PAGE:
# Are there alternatives functions for the gamma function that was used as generalisation for the factorials?

I asked this question on MSE here

$$\Gamma(x)= \int_0^ \infty e^{-t}t^{x-1}dt \ \ \ \ \ x>0.$$

Bohr and Mollerup showed that the gamma function is the only positive function $$f$$ defined on $$(0,\infty)$$ that has these properties

1. $$f(x+1)=xf(x)$$
2. $$f(1)=1$$
3. $$f(x)$$ is a continuous
4. $$f(x)$$ is log convex

But before Bohr and Mollerup why did Euler or Bernoulli chose this function ? there are infinite many positive continuous function $$f$$ st $$f(x+1)=xf(x)$$, was there any alternatives functions for the gamma function as a generalisation for the factorials that was used before and now we stopped? If there is one then why do we stop using it? If there isn't one then how did Euler and other found the "Only" "natural" generalisation for the factorials centuries before Bohr and Mollerup as somehow they knew that this solution is unique and why $$\Gamma$$ stands out from other options.

• Euler did not "choose" because he had nothing to choose from, see Davis. In the 18th century, "function" meant analytic formula, so he played around with infinite products and found one that interpolated the factorial. Alternatives have more complex analytic expressions and did not come up. Appearance of $\pi$ for half-integers suggested integrals similar to those for the circle area, which he then transformed into a form of the $\Gamma$ integral. Not the OP one, that one was derived from his later by Legendre. Mar 20 at 23:57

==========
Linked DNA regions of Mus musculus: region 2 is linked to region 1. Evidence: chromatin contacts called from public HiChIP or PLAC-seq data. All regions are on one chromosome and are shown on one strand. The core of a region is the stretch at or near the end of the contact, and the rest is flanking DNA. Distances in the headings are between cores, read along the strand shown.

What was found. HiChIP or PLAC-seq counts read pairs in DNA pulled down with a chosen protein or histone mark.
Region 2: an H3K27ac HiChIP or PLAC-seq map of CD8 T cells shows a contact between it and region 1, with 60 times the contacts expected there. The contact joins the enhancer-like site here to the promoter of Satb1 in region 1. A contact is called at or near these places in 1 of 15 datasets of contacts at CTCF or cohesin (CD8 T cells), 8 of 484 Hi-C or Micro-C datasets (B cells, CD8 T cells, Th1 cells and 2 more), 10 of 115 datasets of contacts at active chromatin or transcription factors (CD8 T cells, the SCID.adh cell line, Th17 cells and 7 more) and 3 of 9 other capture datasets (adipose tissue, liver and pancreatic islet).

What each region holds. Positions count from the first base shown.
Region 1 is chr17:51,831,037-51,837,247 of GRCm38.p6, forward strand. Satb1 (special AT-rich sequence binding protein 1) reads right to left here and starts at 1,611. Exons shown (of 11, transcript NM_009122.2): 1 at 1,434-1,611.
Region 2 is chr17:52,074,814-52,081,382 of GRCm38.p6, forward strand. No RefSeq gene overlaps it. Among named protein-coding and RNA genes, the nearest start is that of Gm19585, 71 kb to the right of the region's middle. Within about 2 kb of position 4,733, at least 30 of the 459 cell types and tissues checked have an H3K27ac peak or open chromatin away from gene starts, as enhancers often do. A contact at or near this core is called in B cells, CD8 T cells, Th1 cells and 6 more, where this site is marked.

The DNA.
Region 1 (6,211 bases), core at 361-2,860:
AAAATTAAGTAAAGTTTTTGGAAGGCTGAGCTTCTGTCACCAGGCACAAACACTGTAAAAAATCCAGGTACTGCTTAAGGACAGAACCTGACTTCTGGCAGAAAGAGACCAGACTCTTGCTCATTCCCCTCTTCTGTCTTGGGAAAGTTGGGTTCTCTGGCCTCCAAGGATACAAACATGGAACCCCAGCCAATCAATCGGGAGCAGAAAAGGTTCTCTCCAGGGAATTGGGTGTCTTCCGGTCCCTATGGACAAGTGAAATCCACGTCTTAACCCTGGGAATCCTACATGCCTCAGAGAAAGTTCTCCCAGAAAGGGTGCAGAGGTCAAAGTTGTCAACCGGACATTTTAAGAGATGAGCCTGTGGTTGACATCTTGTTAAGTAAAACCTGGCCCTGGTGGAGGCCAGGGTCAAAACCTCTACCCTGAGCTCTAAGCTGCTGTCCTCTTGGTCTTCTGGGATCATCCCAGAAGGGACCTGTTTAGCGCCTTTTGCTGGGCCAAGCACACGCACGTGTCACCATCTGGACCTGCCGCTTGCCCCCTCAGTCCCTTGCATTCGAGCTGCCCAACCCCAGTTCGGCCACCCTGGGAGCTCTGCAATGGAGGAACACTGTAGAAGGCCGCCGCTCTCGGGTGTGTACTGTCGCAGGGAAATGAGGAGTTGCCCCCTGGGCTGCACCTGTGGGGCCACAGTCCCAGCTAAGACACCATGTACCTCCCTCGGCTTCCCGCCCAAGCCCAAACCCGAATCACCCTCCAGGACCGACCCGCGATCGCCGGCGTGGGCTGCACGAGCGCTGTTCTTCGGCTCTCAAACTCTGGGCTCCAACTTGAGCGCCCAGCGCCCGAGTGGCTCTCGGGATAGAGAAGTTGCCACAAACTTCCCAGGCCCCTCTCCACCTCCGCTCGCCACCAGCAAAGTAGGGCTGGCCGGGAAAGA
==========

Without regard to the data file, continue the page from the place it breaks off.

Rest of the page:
• By mid-19th century one could trivially write down alternatives by adding to $\Gamma$ a function that vanishes on all integers (Weierstrass factorization theorem constructs such analytic functions as modified infinite products), but there was little point to the exercise. The result is more complicated than $\Gamma$, and $\Gamma$ had many connections to other functions of interest, aside from interpolating the factorial, to be singled out anyway. Mar 21 at 0:07
• @pie Not my area of expertise, but you may enjoy reading the following account: Peter Luschny, "Is the Gamma function mis-defined? Or: Hadamard versus Euler - Who found the better Gamma function?" Mar 21 at 2:48
• Leonhard Euler's integral: a historical profile of the gamma function by Philip J. Davis (1959) is freely available and might be useful for what you're interested in. Incidentally, regarding the comment about the gamma function being a transcendentally transcendental function (bottom half of p. 864), see this MSE answser. Mar 21 at 11:16
• I just noticed (over an hour later) that @Conifold had already cited the Davis paper. I did read the previous comments before writing mine, but I had missed the "see Davis" part at the end of his first comment's first sentence. Mar 21 at 13:07